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Ashton, MacMillan and their American reputations


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Interesting comments re: American antipathy towards Macmillan. I didn't realise  there was such strong feeling against him and to have it stoked by critics makes it all the more extraordinary.There must be more to it, although I can imagine a deeply conservative society finding the grittiness of Manon hard to take. Oh my!  :blink:   

Funny really when you consider how many ballets are about women being oppressed in some way and only able to be saved by a man. Best done with lashings of tiaras and tutus of course.

I wouldn't say I actually dislike Manon, it just doesn't move me. I prefer Mayerling. I always find Macmillan's choreography at its best when understated. A simple gesture or look, for example, one of the most affecting scenes for me is when the prince is trying to appeal to his mother for help in his distress. As a result of rigid court upbringing, they are both emotionally illiterate and she has nothing to give him. She sort of drops her hand in a gesture of helplessness and he just walks away. I probably haven't described that very well, but on stage it is electrifying.

As for casting, I am wondering when we can expect some for the Brandstrup and co. triple bill run. I see there are many unsold tickets for that also. I have a ticket for the matinee but am thinking about swapping it for this Saturday's matinee of Manon with Roberta Marquez. 

Any thoughts on whether this might be a good idea?

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I don't think the Americans are wonderfully keen on most Ashton either!  In fact I get the impression they are not keen on European choreographers full stop!

 

Janet, I'd love to know where you got this notion.  I, myself, remember capacity audiences cheering the Ashton when his rep was largely kept by the Joffrey when at City Center.  I well remember how hard it was to get tickets for those performances.  I remember having to climb along those long rows of seats because I could only get - and was lucky to do so - one in the middle.  The audiences exploded in joy at La Fille ... and positively thrilled with joyous laughter at Wedding Bouquet ... with Dowell doing the honours as the Narrator .... and I remember joining them when standing in rapture on receipt of Monotones I and II.  Those tickets were I recall almost harder to come by than for the Cranko rep that the Joffrey had long in advance of, say, our local, the Royal Ballet.  (Bless them for letting me see Marcia Haydee and Richard Cragun celebrate those.)  I also remember them reviving Tudor ballets originally mounted by the Sadlers Wells Ballet as was which even now I've never had a chance to see here.  I also DISTINCTLY remember Ashton himself several times saying that he, HIMSELF, felt his work received 'more respect in America' than elsewhere in more than one FREE in-sight-like presentation at the Lincoln Center Library.  (These would be on record - again for free - in the facility itself - and, indeed, open to anyone on request, e.g., filling out an easily attainable form in the Jerome Robbins Center for Dance on the third floor.  Bless them.)  One also now thinks last season of the Ashton Festival in Sarasota where several BRITISH commentators said they wished the same range of his work was available in one place at one time in the UK. Where exactly did you get your 'impression' I wonder, Janet?  I, myself, would be fascinated to know.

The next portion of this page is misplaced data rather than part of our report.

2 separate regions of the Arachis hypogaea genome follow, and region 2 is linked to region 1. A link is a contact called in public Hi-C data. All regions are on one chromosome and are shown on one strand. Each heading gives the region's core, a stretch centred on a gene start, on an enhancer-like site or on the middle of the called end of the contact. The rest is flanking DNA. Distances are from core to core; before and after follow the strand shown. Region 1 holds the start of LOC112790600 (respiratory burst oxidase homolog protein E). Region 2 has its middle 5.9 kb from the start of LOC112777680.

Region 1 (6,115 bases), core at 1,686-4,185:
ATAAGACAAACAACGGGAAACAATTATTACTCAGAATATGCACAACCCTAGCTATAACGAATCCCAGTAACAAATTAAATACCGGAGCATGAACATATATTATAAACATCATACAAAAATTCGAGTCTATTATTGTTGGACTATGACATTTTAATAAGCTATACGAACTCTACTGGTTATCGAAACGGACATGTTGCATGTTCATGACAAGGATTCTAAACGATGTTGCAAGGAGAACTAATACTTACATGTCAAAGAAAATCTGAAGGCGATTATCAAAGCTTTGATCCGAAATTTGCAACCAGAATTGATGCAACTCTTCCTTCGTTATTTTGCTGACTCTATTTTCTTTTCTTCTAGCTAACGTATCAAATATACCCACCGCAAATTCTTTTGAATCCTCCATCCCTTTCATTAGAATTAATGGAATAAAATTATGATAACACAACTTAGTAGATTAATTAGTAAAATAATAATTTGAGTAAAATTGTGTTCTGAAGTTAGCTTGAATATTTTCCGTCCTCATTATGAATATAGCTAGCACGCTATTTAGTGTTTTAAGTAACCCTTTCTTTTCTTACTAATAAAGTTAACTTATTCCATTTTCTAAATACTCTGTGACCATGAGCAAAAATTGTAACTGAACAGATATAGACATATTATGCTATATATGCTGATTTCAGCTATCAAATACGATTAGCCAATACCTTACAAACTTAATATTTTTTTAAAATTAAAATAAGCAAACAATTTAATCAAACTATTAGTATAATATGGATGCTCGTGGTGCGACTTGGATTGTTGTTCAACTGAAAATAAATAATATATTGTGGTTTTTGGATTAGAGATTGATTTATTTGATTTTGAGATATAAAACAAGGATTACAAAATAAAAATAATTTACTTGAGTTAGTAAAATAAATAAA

As to an American lack of keeness on European choreographers ... let's just think of recent British ones .... There is little question I think but that Wheedon has done more Ballets in the US than he has anywhere else .... (the same now being recorded for Ratmansky) ... and even young Scarlett has created more works over the past several seasons in the States than he has here.  He just had a third work done by NYCB .... and will shortly have one premiered for ABT's Fall season.   Again, would love to know why you felt your above sentiment held true.  

Edited by Bruce Wall
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I tend not to think of Wheeldon as a British choreographer as he has spent most of his career in NY.

 

Funny, I suspect Wheeldon, himself, would take a certain umbrage against that statement.  Indeed I think he would genuinely be hurt.  From the little I spoke to him (albeit in NY) - I think he would feel he was, in fact, British - proudly so - as that is where his roots were formed .... much as, I think, David Nixon (who I know you champion) will always be Canadian given that country - his homeland - so clearly is where - through the influence of Betty Oliphant and so many others - his own skills in so many varied directions were initially championed/sparked.